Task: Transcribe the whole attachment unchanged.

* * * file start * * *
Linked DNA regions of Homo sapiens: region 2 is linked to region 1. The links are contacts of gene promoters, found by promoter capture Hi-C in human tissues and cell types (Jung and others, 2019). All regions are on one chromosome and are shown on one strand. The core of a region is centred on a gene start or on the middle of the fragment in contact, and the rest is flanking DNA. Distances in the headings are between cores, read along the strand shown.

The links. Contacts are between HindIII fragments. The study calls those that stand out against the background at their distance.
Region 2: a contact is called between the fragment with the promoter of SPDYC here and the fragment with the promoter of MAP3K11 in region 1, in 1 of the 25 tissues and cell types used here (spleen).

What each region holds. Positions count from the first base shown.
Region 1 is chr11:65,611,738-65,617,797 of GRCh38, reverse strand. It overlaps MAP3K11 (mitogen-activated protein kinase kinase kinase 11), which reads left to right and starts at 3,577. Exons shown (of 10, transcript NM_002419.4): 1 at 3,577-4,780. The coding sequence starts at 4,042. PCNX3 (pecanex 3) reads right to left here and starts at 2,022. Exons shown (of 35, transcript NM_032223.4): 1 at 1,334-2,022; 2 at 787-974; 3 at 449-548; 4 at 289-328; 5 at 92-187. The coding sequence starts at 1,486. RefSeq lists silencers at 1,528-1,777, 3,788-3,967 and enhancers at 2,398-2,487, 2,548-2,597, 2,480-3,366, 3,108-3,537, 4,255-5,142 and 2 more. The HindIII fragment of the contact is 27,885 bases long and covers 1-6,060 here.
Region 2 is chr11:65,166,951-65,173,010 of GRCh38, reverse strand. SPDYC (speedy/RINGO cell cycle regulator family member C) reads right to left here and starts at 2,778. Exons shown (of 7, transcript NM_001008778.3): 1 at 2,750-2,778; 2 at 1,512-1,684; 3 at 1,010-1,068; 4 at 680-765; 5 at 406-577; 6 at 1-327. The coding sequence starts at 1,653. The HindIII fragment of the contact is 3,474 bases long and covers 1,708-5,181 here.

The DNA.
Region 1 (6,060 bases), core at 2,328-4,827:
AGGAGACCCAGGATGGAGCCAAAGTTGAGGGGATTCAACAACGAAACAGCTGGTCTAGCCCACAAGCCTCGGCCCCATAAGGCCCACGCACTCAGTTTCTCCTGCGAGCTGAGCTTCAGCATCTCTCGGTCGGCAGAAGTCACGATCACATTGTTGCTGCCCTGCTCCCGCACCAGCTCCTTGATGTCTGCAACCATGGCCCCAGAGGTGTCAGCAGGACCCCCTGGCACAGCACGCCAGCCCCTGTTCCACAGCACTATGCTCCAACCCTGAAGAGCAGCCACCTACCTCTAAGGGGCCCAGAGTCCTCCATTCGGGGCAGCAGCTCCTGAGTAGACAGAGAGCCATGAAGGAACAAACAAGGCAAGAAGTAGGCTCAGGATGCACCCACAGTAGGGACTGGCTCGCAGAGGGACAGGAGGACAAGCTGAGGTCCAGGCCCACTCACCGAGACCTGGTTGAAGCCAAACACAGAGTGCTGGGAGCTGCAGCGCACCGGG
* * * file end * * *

Linked DNA regions of Homo sapiens: region 2 is linked to region 1. The links are contacts of gene promoters, found by promoter capture Hi-C in human tissues and cell types (Jung and others, 2019). All regions are on one chromosome and are shown on one strand. The core of a region is centred on a gene start or on the middle of the fragment in contact, and the rest is flanking DNA. Distances in the headings are between cores, read along the strand shown.

The links. Contacts are between HindIII fragments. The study calls those that stand out against the background at their distance.
Region 2: a contact is called between the fragment with the promoter of SPDYC here and the fragment with the promoter of MAP3K11 in region 1, in 1 of the 25 tissues and cell types used here (spleen).

What each region holds. Positions count from the first base shown.
Region 1 is chr11:65,611,738-65,617,797 of GRCh38, reverse strand. It overlaps MAP3K11 (mitogen-activated protein kinase kinase kinase 11), which reads left to right and starts at 3,577. Exons shown (of 10, transcript NM_002419.4): 1 at 3,577-4,780. The coding sequence starts at 4,042. PCNX3 (pecanex 3) reads right to left here and starts at 2,022. Exons shown (of 35, transcript NM_032223.4): 1 at 1,334-2,022; 2 at 787-974; 3 at 449-548; 4 at 289-328; 5 at 92-187. The coding sequence starts at 1,486. RefSeq lists silencers at 1,528-1,777, 3,788-3,967 and enhancers at 2,398-2,487, 2,548-2,597, 2,480-3,366, 3,108-3,537, 4,255-5,142 and 2 more. The HindIII fragment of the contact is 27,885 bases long and covers 1-6,060 here.
Region 2 is chr11:65,166,951-65,173,010 of GRCh38, reverse strand. SPDYC (speedy/RINGO cell cycle regulator family member C) reads right to left here and starts at 2,778. Exons shown (of 7, transcript NM_001008778.3): 1 at 2,750-2,778; 2 at 1,512-1,684; 3 at 1,010-1,068; 4 at 680-765; 5 at 406-577; 6 at 1-327. The coding sequence starts at 1,653. The HindIII fragment of the contact is 3,474 bases long and covers 1,708-5,181 here.

The DNA.
Region 1 (6,060 bases), core at 2,328-4,827:
AGGAGACCCAGGATGGAGCCAAAGTTGAGGGGATTCAACAACGAAACAGCTGGTCTAGCCCACAAGCCTCGGCCCCATAAGGCCCACGCACTCAGTTTCTCCTGCGAGCTGAGCTTCAGCATCTCTCGGTCGGCAGAAGTCACGATCACATTGTTGCTGCCCTGCTCCCGCACCAGCTCCTTGATGTCTGCAACCATGGCCCCAGAGGTGTCAGCAGGACCCCCTGGCACAGCACGCCAGCCCCTGTTCCACAGCACTATGCTCCAACCCTGAAGAGCAGCCACCTACCTCTAAGGGGCCCAGAGTCCTCCATTCGGGGCAGCAGCTCCTGAGTAGACAGAGAGCCATGAAGGAACAAACAAGGCAAGAAGTAGGCTCAGGATGCACCCACAGTAGGGACTGGCTCGCAGAGGGACAGGAGGACAAGCTGAGGTCCAGGCCCACTCACCGAGACCTGGTTGAAGCCAAACACAGAGTGCTGGGAGCTGCAGCGCACCGGG